How can I talk to my sister about her drug problem without her getting defensive and/or leaving?
Last Updated: 01/26/2021 at 5:07am
Jennifer Geib, LCSWR
Clinical Social Work/Therapist
1:1, daily chats. - My therapy is non-judgmental and focuses on emotions and motivation to accomplish your goals or overcome your struggles.
Top Rated Answers
I think you should try and be as empathetic and considerate as you can, it would be nice to attempt to make her feel safe and understood.
I think coming from a harm minimisation frame of mind can help (which can be extremely hard when it is a loved one) but not condemning or condoning the drug problem, but rather exploring how to reduce the harm associated with their behaviour/problems. Also motivational interviewing is a great technique for this, which would go far over the 1000 word limit to explain fully (and not an expert, but I use it a lot with my clients), it's about establishing a collaborative non-judgemental conversation style for strengthening the persons own motivation and commitment to change. It's about finding that ambivalence (if it's there of course, it usually is we can become stuck in ambivalence for a very long time), if not a pro and con list (but a tad more subtle) can help. Also, with a non-judgemental attitude, you can try using a directive style that argues for change with, in this case a sister who has a drug problem, trying to find out why she enjoys using drugs but also why she doesn't which can create awareness of or the ambivalence itself. Focusing on that ambivalence can get the person themselves to argue against the behaviour themselves by creating and opposing view, in doing so a person is usually much more persuaded by their own words and hearing them out loud. It is then you can try and support them in what they want to do, just respect them, their decisions and their feelings/thoughts.
Drug addicts don't think they have a problem.. You can't help someone who doesn't want to help themselves. I know from experience.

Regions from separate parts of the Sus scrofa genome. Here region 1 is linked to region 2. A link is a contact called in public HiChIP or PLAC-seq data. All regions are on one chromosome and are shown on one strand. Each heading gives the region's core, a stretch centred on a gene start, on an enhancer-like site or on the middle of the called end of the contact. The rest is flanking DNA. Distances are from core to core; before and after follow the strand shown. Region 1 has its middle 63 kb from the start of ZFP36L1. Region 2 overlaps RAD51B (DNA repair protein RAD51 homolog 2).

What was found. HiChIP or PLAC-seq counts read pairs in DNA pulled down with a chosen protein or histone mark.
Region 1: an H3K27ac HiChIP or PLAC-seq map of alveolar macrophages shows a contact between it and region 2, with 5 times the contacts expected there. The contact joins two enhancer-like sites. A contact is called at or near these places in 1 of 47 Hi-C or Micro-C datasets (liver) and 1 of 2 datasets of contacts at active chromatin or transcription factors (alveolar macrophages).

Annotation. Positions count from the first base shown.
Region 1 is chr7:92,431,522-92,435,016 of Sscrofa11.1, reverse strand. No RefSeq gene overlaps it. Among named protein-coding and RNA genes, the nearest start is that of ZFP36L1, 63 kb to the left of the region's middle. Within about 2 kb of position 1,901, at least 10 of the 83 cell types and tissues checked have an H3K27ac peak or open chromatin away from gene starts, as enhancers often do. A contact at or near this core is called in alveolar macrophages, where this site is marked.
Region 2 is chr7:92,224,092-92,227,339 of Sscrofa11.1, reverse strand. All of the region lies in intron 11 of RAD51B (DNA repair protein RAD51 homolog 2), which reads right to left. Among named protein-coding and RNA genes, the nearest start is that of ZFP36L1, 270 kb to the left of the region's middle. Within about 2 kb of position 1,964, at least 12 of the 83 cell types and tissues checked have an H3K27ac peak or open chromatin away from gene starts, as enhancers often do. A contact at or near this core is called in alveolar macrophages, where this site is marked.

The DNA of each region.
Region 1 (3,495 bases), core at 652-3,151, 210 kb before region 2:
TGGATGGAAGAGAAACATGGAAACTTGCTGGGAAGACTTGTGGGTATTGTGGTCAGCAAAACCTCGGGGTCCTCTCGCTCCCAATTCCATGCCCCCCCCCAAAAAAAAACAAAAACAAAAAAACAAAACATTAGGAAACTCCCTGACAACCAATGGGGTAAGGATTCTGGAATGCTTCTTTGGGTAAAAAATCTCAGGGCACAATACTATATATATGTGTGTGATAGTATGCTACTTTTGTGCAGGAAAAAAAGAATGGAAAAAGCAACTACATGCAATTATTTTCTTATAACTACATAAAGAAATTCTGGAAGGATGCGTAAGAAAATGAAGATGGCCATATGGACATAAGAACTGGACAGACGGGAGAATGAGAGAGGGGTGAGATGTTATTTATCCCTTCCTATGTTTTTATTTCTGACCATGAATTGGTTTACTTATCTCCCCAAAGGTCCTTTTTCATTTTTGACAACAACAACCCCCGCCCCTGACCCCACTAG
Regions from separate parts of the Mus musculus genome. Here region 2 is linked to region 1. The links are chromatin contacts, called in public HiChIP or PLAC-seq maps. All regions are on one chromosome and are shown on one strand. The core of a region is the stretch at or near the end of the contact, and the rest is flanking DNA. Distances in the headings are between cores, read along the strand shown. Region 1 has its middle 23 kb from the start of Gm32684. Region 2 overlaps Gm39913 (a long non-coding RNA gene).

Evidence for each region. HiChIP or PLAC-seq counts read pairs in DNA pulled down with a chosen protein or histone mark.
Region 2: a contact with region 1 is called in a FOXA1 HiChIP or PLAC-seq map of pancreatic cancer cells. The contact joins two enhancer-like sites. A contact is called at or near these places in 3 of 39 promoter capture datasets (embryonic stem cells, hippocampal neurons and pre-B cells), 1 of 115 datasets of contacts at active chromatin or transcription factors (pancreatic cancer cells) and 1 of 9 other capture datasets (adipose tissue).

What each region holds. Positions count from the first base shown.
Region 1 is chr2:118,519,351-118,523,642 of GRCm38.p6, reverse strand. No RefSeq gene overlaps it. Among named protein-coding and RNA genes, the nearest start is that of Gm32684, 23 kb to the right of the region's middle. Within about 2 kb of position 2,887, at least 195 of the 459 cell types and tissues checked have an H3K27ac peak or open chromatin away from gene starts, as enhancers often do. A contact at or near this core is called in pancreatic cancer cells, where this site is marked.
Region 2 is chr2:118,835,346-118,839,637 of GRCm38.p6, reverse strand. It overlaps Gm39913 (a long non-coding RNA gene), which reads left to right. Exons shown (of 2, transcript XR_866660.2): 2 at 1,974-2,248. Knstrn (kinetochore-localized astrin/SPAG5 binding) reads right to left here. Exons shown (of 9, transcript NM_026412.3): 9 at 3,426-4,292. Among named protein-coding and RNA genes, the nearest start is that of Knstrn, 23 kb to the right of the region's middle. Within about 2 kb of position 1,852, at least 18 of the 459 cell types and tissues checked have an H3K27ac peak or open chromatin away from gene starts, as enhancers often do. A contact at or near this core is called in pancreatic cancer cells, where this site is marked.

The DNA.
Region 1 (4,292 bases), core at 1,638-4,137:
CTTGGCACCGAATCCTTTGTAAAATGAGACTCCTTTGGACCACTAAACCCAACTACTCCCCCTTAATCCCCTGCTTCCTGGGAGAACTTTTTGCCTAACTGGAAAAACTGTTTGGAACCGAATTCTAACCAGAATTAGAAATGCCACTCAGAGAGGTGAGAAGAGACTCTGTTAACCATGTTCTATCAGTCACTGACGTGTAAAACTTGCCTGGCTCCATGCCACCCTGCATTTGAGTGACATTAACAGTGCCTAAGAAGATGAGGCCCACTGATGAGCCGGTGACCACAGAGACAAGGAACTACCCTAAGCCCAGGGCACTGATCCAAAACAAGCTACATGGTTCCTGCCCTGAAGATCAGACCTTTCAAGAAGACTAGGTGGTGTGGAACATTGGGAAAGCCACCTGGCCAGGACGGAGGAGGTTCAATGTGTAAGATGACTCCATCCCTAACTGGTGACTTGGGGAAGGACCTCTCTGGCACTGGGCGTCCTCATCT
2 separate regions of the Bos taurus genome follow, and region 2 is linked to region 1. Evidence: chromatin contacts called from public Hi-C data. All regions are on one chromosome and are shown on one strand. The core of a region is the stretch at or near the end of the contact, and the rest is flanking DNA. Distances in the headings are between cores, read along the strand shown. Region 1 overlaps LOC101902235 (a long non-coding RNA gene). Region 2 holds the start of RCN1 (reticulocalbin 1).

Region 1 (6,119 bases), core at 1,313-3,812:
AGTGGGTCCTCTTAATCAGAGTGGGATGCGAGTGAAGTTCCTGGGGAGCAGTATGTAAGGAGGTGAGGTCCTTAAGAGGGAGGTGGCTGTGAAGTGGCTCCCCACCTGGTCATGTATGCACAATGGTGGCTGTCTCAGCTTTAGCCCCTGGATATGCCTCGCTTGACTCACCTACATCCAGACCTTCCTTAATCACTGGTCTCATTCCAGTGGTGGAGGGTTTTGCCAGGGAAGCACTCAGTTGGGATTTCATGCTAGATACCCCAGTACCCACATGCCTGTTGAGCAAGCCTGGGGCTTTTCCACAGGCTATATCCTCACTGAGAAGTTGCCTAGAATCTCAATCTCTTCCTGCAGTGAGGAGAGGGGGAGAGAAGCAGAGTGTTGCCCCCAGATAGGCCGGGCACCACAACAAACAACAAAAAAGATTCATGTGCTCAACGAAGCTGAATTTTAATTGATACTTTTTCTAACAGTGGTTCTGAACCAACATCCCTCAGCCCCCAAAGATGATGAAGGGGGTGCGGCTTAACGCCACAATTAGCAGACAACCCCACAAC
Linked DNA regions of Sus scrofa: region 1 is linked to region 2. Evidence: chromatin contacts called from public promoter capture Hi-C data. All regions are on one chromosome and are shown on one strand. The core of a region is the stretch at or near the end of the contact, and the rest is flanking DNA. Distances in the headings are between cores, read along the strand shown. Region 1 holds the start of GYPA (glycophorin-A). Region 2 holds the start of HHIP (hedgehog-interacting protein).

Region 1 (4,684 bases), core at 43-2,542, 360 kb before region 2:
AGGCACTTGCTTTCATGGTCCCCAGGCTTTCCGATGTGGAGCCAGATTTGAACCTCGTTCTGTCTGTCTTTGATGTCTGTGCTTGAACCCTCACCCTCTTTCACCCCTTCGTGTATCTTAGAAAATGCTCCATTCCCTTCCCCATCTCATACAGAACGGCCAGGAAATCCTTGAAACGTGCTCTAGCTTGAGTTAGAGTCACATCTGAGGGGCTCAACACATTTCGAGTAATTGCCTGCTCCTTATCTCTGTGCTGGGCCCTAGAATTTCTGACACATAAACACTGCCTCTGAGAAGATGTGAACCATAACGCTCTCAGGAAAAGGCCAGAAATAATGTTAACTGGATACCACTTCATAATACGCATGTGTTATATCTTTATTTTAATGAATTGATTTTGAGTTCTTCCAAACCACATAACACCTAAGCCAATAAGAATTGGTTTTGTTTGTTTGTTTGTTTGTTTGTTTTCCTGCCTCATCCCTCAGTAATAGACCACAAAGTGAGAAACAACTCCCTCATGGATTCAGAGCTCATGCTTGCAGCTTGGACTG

First of all, avoid accusations and shaming comments. Instead, use "I" statements to let her know how her problem affects you and what you expect her to do. For example: "I've seen you using drugs 5 times this week. It makes me feel afraid for your well-being. I would like to help you. I hope you can tell me how I can do that."
Don't approach her about the issue. Just be a better sister, but be her friend most of all. Maybe you can help her once she lets you in. Good luck. :-)
If you try to talk to an addict about their problem they very well might get defensive and leave. It's sad but it can't always be helped. Certain ways of communicating might be more effective if they are open to it. Pick a time that isn't extra stressful and make it personal. Don't blame or accuse. Use those "I feel statements". Let them know that you care and love them so much and would support through recovery but that you aren't going to enable them in their destruction.
Let her know that you're not getting at her; you're concerned. You want to make sure that she's safe and when she's gone, you're worried about her. You just want to know that she's not going to disappear one day and never come back. Let her know that you're there for her and you always will be.
Explain that you're there to help her and that you understand what she is going through and how you will all help her get through the problem.
There is no good way to confront someone with a problem. The best way might be to tell her what you want to in a neutral tone with no hidden remarks in your words. If she does get defensive remind her that you are only trying to help her. If she tries to leave, that is her decision.
I think you should try to be understanding and make her feel safe and also try and be considerate as you can
if i have to talk about that stuff i will try to explain the same matter using someone else story so no one would be ale to know that who is the real victim
Start slow. Also start from a place of compassion and concern. Let her know how much you love her and that your with her. A lot of drugs addicts feel like your attacking them when you're really attacking their addiction. In the end though, any solution will be up to her.
Drug addiction can be a huge problem, and people who are addicted to it often will be defensive when they are told that what they are addicted to is bad or they need to stop. Maybe instead of telling her that what she is doing is bad or to stop doing it. You could show her that you empathize and that you will help he get some help if she needs it.
She can talk to her sister about the problem of drugs and what it can lead to when it is used in inappropriate ways. Also, she can show her sister how much she cares about her sister and loves her. Expressing her emotion of sadness about her sister's drug problem would be more important than trying to stop her right away. Moreover, trying to figure out what leads her sister to start drugs would be important because everyone has different reasons to go in a bad way. Then, try to get over her addiction together. I believe that showing her sister that she understands her sister would be the most important step to do.
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